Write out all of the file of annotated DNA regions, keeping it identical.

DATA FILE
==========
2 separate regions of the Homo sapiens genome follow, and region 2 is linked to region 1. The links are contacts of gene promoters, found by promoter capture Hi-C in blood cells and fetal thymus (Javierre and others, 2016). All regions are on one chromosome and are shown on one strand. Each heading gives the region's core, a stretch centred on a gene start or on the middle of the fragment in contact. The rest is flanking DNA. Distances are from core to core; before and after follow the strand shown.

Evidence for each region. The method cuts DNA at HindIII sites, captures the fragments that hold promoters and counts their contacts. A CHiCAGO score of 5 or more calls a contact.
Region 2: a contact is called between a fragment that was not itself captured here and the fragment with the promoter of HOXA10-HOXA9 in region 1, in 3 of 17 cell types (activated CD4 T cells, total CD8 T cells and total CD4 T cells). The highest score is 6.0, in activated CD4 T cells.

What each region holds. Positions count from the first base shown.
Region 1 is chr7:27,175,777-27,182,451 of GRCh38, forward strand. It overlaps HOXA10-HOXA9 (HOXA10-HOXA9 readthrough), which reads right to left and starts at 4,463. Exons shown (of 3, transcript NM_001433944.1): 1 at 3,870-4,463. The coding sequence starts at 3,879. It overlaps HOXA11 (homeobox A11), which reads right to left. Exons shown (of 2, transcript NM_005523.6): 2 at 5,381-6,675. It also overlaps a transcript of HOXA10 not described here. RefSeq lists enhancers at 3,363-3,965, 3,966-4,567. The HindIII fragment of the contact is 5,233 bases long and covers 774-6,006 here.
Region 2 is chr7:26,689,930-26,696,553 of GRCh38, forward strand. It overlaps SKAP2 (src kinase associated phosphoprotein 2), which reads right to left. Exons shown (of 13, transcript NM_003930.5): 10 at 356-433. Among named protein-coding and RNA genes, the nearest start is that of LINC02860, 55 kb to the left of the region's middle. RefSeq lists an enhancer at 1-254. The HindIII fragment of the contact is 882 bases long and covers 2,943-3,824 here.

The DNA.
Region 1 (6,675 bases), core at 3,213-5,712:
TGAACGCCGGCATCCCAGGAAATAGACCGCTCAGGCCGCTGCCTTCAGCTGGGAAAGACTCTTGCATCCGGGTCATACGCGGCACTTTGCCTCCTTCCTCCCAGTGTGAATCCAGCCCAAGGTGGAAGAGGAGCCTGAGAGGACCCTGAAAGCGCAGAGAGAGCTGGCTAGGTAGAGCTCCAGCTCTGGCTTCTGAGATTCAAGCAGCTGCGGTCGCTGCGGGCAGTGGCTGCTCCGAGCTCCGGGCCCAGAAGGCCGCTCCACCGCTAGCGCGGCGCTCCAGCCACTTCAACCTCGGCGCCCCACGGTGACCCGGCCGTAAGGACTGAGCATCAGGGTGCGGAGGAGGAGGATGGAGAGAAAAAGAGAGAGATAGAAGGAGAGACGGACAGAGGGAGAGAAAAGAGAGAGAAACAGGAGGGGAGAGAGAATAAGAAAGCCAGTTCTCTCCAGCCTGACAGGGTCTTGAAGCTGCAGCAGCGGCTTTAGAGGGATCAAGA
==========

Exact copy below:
2 separate regions of the Homo sapiens genome follow, and region 2 is linked to region 1. The links are contacts of gene promoters, found by promoter capture Hi-C in blood cells and fetal thymus (Javierre and others, 2016). All regions are on one chromosome and are shown on one strand. Each heading gives the region's core, a stretch centred on a gene start or on the middle of the fragment in contact. The rest is flanking DNA. Distances are from core to core; before and after follow the strand shown.

Evidence for each region. The method cuts DNA at HindIII sites, captures the fragments that hold promoters and counts their contacts. A CHiCAGO score of 5 or more calls a contact.
Region 2: a contact is called between a fragment that was not itself captured here and the fragment with the promoter of HOXA10-HOXA9 in region 1, in 3 of 17 cell types (activated CD4 T cells, total CD8 T cells and total CD4 T cells). The highest score is 6.0, in activated CD4 T cells.

What each region holds. Positions count from the first base shown.
Region 1 is chr7:27,175,777-27,182,451 of GRCh38, forward strand. It overlaps HOXA10-HOXA9 (HOXA10-HOXA9 readthrough), which reads right to left and starts at 4,463. Exons shown (of 3, transcript NM_001433944.1): 1 at 3,870-4,463. The coding sequence starts at 3,879. It overlaps HOXA11 (homeobox A11), which reads right to left. Exons shown (of 2, transcript NM_005523.6): 2 at 5,381-6,675. It also overlaps a transcript of HOXA10 not described here. RefSeq lists enhancers at 3,363-3,965, 3,966-4,567. The HindIII fragment of the contact is 5,233 bases long and covers 774-6,006 here.
Region 2 is chr7:26,689,930-26,696,553 of GRCh38, forward strand. It overlaps SKAP2 (src kinase associated phosphoprotein 2), which reads right to left. Exons shown (of 13, transcript NM_003930.5): 10 at 356-433. Among named protein-coding and RNA genes, the nearest start is that of LINC02860, 55 kb to the left of the region's middle. RefSeq lists an enhancer at 1-254. The HindIII fragment of the contact is 882 bases long and covers 2,943-3,824 here.

The DNA.
Region 1 (6,675 bases), core at 3,213-5,712:
TGAACGCCGGCATCCCAGGAAATAGACCGCTCAGGCCGCTGCCTTCAGCTGGGAAAGACTCTTGCATCCGGGTCATACGCGGCACTTTGCCTCCTTCCTCCCAGTGTGAATCCAGCCCAAGGTGGAAGAGGAGCCTGAGAGGACCCTGAAAGCGCAGAGAGAGCTGGCTAGGTAGAGCTCCAGCTCTGGCTTCTGAGATTCAAGCAGCTGCGGTCGCTGCGGGCAGTGGCTGCTCCGAGCTCCGGGCCCAGAAGGCCGCTCCACCGCTAGCGCGGCGCTCCAGCCACTTCAACCTCGGCGCCCCACGGTGACCCGGCCGTAAGGACTGAGCATCAGGGTGCGGAGGAGGAGGATGGAGAGAAAAAGAGAGAGATAGAAGGAGAGACGGACAGAGGGAGAGAAAAGAGAGAGAAACAGGAGGGGAGAGAGAATAAGAAAGCCAGTTCTCTCCAGCCTGACAGGGTCTTGAAGCTGCAGCAGCGGCTTTAGAGGGATCAAGA